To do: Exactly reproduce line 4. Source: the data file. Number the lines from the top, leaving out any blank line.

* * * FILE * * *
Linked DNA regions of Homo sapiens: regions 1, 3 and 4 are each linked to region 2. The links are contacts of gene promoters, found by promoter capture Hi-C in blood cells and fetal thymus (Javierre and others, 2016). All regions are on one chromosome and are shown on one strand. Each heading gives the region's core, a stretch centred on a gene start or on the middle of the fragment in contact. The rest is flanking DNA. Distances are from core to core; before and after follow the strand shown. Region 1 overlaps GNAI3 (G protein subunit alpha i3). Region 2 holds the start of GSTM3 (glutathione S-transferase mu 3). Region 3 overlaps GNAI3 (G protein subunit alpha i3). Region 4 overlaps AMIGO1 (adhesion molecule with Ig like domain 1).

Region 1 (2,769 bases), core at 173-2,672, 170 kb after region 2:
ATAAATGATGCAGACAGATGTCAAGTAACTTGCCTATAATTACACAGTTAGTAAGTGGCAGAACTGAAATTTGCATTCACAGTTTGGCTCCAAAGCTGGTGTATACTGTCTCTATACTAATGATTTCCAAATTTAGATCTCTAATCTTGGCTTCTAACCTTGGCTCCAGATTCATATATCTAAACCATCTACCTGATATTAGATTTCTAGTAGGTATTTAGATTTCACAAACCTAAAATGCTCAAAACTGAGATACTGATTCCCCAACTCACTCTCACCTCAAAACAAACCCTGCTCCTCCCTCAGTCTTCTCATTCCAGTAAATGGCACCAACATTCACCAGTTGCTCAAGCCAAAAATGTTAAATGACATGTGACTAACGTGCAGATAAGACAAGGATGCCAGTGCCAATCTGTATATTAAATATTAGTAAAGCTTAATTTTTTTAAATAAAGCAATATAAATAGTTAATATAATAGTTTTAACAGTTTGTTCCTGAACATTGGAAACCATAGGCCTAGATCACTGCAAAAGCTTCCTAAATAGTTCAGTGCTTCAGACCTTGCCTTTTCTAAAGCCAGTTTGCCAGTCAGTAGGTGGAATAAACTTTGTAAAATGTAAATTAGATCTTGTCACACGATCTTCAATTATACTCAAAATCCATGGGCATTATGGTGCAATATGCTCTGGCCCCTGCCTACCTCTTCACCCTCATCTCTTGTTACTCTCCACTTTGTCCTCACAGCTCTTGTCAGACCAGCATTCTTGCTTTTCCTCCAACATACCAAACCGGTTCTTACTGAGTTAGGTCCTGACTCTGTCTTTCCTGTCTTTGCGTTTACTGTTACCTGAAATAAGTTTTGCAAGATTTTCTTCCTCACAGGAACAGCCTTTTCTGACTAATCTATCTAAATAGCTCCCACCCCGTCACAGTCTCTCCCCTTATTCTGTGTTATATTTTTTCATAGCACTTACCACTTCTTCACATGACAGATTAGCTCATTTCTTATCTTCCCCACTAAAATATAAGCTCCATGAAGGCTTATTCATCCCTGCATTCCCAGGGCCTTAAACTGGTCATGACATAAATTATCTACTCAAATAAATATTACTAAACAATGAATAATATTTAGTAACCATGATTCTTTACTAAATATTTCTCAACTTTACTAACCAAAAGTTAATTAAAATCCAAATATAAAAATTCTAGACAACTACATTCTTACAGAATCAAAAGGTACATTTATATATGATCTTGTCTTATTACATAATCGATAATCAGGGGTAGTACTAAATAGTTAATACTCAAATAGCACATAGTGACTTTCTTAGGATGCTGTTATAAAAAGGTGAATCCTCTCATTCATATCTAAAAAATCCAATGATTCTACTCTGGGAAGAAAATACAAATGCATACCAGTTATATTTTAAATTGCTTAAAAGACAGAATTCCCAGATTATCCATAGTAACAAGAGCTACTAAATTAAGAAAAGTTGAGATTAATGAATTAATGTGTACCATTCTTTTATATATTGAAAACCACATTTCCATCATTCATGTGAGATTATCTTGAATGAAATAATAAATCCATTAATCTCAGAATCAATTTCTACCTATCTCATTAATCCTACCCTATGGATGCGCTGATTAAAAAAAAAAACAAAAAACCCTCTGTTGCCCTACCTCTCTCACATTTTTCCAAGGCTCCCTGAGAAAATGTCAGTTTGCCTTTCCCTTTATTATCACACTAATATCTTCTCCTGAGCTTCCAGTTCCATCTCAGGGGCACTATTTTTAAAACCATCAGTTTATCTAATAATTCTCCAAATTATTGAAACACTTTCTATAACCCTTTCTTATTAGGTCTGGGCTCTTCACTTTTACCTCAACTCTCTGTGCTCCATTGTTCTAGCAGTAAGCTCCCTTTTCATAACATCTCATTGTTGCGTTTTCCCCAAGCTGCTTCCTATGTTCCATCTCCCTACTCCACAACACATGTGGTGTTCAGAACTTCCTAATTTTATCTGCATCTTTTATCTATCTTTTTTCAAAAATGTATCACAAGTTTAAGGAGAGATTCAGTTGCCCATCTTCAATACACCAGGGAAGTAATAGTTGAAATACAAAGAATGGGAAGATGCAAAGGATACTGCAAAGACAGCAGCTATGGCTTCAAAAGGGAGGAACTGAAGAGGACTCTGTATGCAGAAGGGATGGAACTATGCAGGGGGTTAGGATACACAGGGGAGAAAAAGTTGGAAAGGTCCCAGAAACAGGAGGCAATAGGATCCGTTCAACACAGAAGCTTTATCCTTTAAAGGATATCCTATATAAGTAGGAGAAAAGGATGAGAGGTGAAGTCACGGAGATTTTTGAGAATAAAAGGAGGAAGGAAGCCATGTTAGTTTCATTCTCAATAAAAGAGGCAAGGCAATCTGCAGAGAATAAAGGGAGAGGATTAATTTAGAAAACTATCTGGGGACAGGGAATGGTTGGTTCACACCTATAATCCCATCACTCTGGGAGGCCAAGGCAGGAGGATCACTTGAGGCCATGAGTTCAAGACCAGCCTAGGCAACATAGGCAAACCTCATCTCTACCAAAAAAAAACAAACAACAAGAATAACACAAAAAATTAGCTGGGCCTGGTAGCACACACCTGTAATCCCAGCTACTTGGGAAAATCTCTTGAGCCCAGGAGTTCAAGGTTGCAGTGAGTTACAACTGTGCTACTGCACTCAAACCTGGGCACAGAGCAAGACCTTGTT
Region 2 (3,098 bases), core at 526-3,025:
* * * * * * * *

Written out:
Region 2 (3,098 bases), core at 526-3,025: